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The Long Coming of the Fire


The fire is here, beneath these mad waters,
beneath this limestone and self-sowing evil.

Beneath these waters heavy and ripened
three black boundaries blackly divide them.

Beneath this wreath from sunheads wrought,
beneath this wave choking on rocks.

Beneath this thunder, sworn oaths and malice,
and this tree on the bank with its age-old menace.

The fire is here, underneath this hide,
beneath these three boundaries, these three knives.

Always and everywhere all-powerful and weary,
a star in the heart, and in the root, darkness.

dig it up.


From headspring to delta,
from fist to cross.

From underground to frozen ground,
from brother to brute.

From glow to gallows,
from word to sword.

dig it up.


Here you will never dig it up.
See how it’s fused to the ancient beech tree.

It rocks in a cradle between three trees.
In every poppy a red wind blows.

It’s the warrior in an icon in an old church.
It’s a long-vanished speech in search of itself.

See how it kneels like a beggar enraptured
as it gouges its word in the carving for an altar.

Dig into yourself, beneath your own hide,
beneath the three scars, beneath the three knives.


dig it up.

From villages to cinders,
from breast to bone.

From god to hawthorn,
from harvest to curse.

From mark to lament,
from scabbard to revolt.

dig it up.


Never will you dig it up, not with wild thieving.
The dead are not dead and the living not living.

For them the cross was light, but not light the ashes.
The dead will only die the day their song passes.

For the dead who lie there, the grave is not heavy.
But the songs that they sing weigh hard on the living.

Here, long though you live, you won’t dig up the fire.
It is that saint who bursts from the icon.

It is that stone where the dead make their pillow,
that starry feast, that health and that illness.

It is that magic, that wonder-working blood,
which repairs your wounds and severs your head.

Dig beneath your scars, beneath the knife that serves you;
in your eyes the fire blazes with the roses’ insurgence.


dig it up.

The rivers will utter their final vow
and then run dry and cease to flow.

The heavens will come crashing down.
The mountains will tumble. Deserts will reign.

Stars will mix with beasts, toxins with tillage,
and none will know who is dead and who is living.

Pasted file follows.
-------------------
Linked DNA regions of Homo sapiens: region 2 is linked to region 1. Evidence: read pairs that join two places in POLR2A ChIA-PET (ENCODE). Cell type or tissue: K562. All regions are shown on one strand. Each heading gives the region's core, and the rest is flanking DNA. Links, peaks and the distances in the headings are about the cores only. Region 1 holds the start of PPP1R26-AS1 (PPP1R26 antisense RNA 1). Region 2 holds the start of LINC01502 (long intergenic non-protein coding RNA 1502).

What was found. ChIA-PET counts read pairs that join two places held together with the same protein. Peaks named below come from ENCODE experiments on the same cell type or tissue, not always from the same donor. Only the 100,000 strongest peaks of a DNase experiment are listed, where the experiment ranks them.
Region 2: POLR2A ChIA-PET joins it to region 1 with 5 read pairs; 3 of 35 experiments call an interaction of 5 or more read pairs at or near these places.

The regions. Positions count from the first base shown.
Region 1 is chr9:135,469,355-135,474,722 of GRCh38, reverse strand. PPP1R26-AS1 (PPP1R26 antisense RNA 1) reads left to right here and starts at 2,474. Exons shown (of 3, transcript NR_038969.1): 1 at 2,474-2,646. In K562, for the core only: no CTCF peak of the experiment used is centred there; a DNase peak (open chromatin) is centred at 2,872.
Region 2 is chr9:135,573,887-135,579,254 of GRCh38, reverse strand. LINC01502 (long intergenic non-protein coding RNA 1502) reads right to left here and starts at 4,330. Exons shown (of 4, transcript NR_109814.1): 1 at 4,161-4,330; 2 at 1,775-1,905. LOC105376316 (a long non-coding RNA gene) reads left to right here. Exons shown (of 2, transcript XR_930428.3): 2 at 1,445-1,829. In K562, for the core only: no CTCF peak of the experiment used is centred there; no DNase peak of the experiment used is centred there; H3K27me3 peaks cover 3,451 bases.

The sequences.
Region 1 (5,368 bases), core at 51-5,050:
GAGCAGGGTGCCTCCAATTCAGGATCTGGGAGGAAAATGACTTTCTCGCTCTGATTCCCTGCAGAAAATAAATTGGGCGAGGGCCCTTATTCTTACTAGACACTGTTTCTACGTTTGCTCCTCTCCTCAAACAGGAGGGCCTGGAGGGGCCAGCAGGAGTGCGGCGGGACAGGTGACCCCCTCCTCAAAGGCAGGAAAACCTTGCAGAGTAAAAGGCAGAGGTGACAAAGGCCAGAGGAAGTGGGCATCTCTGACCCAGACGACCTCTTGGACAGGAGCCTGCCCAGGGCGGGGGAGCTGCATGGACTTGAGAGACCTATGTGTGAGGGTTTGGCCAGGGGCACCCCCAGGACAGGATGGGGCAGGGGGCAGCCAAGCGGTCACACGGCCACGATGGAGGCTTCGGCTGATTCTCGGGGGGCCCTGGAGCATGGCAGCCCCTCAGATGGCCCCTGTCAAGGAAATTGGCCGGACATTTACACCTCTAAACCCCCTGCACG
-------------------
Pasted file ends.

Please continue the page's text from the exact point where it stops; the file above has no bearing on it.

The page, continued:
dig it up.


As you dig beneath you, it will appear above you
and place a death’s head upon your shoulder.

The fire will carry you blinded through secret realms,
and where or who or what you are, you will not ask yourself.

It is here, in this root, in this silence which shines,
and yet its own light it never will sense.

It hangs with every dead body on every tree.
This is us, this is you, this is me.

And if it seems in such form like a voice fading out,
it will call to you again from a distant height.


Dig into yourself, beneath your own hide,
beneath the black sun of the three knives.

The fire is here, beneath these waters gone mad,
in this hungry womb which bears a hungry word.

But it also can tame the wild beast in his den,
it can rend and crush and kill and join.

With it beauty is added to the beauty of the flower;
without it the world is an entire world poorer.

For us the cross is light, but the ashes—no light thing.
The dead will die with us and with the song we sing.

Ацо Шопов, Гледач во пепелта, 1970
Translated by Rawley Grau and Christina Kramer, 2022

Šopov first presented the poem “The Long Coming of the Fire” on October 10, 1967, at the inauguration of the Macedonian Academy of Sciences and Arts. Earlier that year he and thirteen others had been elected as the first full members of the newly established academy. The poem was published first in the literary journal Modernity [Sovremenost] in March 1968, and then in the collection The Golden Circle of Time [Zlaten krug na vremeto] (1969). Although the other three Fire poems—“The Fire’s Night,” “The Fire’s Retreat,” and “The Fire’s Love”—also appeared in this collection, they were not yet grouped together. It was only in 1970, with the publication of Reader of the Ashes [Gledač vo pepelta], that they appeared as a cycle. Later that year, in an interview for a newspaper, Šopov said of “The Long Coming of the Fire”: “In it all my experience has, in a way, reached its highest achievement” (“Zagovornik na ljubovta, zemjata i strasta,” interviewed by Cvetan Stanoevski, Nova Makedonija, November 28–29, 1970).

Ацо Шопов: „Долго доаѓање на огнот” автограф стр 1

manuscript p. 1

Ацо Шопов: „Долго доаѓање на огнот” автограф стр 2

manuscript p. 2

Ацо Шопов: „Долго доаѓање на огнот” автограф стр 3

manuscript p. 3

Ацо Шопов: „Долго доаѓање на огнот” автограф стр 4

manuscript p. 4

Ацо Шопов: „Долго доаѓање на огнот” автограф стр 5

manuscript p. 5

Listen to the poem in Macedonian

“The Long Coming of the Fire”, translated in Serbo-Croatian by Dragiša Ćirić, published in 4 Jul, 22.12.1973, p. 20.